By Frank Breslin

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Émile Friant — “La Discussion Politique” — (1889)

In 1972, I was asked to give an appreciative talk on modern philosophy at our high school’s Arts and Humanities Festival. It was an evening program for interested students, parents, staff, and community members. What follows is that presentation, which, as will be apparent, is a young man’s take on modern thought and represents his best efforts at conveying, in a spirit of empathy, what he felt modern philosophy is about.

One derives little comfort from modern philosophy. Anyone wanting from its pages a certainty, a reassurance, an answer will go away hungry. But were one to reseat oneself at…


By Frank Breslin

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Alfred von Wierusz-Kowalski, “The Lone Wolf”, ca 1900.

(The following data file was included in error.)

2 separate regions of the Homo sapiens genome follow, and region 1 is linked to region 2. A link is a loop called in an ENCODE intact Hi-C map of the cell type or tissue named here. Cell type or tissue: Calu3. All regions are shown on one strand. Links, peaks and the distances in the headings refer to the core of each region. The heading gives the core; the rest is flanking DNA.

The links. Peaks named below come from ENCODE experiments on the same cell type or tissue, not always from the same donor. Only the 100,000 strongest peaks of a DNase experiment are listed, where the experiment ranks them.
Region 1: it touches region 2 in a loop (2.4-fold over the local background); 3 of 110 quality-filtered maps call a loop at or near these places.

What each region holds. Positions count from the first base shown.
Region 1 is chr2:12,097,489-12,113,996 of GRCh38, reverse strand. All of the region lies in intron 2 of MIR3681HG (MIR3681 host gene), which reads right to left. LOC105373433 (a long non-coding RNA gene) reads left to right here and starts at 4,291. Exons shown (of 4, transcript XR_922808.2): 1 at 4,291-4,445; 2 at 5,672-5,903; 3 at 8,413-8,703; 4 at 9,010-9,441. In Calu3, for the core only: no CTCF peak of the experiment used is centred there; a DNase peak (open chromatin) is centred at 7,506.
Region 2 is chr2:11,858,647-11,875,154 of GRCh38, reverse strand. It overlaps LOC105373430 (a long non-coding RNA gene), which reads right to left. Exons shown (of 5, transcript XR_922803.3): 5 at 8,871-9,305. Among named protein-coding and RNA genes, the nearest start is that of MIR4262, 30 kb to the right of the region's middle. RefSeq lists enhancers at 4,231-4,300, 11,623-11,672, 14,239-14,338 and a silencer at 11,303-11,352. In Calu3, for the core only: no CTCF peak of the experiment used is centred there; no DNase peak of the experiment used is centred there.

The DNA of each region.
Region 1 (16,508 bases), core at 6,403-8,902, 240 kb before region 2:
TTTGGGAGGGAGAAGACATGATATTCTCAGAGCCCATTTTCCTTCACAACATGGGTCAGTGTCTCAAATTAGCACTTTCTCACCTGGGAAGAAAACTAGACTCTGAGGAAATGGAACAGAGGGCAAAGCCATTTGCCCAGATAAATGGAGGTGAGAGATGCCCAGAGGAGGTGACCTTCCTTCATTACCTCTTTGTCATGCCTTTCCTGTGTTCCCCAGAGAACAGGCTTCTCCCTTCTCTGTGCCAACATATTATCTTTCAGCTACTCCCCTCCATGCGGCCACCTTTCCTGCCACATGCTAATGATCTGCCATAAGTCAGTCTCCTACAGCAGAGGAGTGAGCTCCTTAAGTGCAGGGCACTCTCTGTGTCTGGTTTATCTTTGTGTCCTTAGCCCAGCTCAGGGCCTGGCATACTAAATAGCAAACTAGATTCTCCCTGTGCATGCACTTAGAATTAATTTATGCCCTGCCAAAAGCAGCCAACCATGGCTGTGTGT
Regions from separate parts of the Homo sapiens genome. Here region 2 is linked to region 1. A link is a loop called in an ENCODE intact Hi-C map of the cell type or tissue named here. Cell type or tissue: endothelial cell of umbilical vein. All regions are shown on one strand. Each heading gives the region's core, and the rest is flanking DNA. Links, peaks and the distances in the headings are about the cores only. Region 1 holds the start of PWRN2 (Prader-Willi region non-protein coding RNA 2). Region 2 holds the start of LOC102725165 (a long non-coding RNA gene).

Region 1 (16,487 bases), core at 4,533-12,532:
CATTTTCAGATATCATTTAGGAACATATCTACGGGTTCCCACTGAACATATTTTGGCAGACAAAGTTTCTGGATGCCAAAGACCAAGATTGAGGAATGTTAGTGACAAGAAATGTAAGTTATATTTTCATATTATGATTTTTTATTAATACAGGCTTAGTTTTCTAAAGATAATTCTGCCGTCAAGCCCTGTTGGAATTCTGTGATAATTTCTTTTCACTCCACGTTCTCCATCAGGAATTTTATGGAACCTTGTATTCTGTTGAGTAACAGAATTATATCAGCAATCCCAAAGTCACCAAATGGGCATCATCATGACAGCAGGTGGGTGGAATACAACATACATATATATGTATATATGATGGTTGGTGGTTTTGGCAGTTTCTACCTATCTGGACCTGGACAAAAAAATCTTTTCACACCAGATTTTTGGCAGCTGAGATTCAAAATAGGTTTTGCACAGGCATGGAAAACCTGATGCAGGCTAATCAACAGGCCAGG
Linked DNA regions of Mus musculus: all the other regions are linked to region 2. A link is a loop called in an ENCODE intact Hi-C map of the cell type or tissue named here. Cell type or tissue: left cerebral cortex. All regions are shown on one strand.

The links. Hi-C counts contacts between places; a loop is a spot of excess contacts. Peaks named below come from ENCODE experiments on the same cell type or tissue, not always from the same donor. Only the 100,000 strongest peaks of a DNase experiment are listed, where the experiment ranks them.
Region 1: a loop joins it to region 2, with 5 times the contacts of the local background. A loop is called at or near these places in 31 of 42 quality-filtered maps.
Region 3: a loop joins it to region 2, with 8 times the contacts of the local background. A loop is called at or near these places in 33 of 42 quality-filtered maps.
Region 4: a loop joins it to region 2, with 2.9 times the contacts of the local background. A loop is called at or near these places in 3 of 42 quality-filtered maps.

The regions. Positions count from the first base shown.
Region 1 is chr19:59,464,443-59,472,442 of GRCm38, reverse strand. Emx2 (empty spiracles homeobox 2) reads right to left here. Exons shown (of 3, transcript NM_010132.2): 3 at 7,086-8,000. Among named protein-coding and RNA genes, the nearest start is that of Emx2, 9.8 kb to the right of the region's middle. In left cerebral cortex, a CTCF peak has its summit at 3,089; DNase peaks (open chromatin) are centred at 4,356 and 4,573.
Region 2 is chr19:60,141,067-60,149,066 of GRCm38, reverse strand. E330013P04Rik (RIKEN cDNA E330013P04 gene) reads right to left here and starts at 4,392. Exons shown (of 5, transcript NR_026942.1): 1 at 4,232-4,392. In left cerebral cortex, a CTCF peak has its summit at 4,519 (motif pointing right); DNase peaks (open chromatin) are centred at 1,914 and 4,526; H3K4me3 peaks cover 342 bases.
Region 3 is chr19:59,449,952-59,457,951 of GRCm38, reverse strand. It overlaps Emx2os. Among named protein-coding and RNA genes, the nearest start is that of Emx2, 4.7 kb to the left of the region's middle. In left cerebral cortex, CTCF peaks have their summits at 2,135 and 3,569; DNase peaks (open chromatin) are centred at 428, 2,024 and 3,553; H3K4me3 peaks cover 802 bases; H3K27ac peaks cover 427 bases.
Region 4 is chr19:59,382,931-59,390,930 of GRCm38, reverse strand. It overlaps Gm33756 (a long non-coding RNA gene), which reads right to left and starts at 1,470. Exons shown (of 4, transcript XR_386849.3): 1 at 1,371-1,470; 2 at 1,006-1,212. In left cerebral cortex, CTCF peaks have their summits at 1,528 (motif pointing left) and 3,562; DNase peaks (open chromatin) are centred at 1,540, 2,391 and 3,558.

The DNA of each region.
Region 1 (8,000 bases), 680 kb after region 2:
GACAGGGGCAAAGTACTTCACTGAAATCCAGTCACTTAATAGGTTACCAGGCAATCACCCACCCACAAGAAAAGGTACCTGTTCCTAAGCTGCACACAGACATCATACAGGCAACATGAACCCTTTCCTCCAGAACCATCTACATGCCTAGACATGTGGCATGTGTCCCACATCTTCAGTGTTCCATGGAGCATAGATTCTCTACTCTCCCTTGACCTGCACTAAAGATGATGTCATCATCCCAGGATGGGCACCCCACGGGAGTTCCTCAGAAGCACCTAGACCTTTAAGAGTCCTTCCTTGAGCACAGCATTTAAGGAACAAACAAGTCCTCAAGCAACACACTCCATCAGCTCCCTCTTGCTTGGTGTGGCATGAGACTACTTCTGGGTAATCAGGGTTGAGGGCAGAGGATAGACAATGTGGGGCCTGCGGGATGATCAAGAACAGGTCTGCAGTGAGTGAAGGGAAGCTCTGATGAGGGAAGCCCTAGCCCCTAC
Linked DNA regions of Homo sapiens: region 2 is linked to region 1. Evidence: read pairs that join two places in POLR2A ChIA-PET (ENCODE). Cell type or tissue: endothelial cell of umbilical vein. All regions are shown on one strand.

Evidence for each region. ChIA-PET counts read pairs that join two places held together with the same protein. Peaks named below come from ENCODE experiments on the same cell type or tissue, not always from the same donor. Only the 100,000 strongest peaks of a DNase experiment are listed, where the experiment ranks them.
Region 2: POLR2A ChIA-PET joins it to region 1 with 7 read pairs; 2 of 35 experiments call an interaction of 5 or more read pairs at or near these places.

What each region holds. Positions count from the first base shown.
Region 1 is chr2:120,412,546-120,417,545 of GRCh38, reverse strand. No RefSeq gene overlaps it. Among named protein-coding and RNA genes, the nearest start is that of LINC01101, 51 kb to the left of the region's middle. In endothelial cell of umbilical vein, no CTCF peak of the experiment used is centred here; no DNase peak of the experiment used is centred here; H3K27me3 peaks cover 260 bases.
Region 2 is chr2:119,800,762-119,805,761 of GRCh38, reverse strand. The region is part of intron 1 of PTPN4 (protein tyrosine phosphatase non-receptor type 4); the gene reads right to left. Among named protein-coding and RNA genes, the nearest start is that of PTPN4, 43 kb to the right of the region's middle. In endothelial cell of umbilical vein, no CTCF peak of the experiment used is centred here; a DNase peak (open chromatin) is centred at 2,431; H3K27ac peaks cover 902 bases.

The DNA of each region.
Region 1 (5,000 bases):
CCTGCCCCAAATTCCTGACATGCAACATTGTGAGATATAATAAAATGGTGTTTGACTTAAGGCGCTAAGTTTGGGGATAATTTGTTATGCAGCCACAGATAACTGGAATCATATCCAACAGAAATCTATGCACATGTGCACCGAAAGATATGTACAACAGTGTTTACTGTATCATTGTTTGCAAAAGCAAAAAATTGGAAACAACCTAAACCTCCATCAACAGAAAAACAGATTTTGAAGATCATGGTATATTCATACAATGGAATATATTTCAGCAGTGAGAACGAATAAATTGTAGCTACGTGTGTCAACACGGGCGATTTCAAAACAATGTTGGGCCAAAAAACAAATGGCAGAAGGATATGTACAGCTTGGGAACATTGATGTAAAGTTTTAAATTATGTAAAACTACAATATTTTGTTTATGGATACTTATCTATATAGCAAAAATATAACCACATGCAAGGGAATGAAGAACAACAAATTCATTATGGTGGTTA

If a work of art could commit a sin, it would be that of leaving those who encounter it indifferent. And perhaps the royal road to indifference is the possession of answers, answers cut-and-dried, prefabricated answers that spare someone the necessity of knowing even the questions. For to have an answer is to possess certainty, and to possess certainty is to cease growing, and to cease growing is to cease existing.

If art could be said to engage in a love affair, it would be a love affair with questions. And a question must be loved before it will surrender…

Frank Breslin

Frank Breslin is a retired high-school teacher in the New Jersey public school system, where he taught English, Latin, German, and history.

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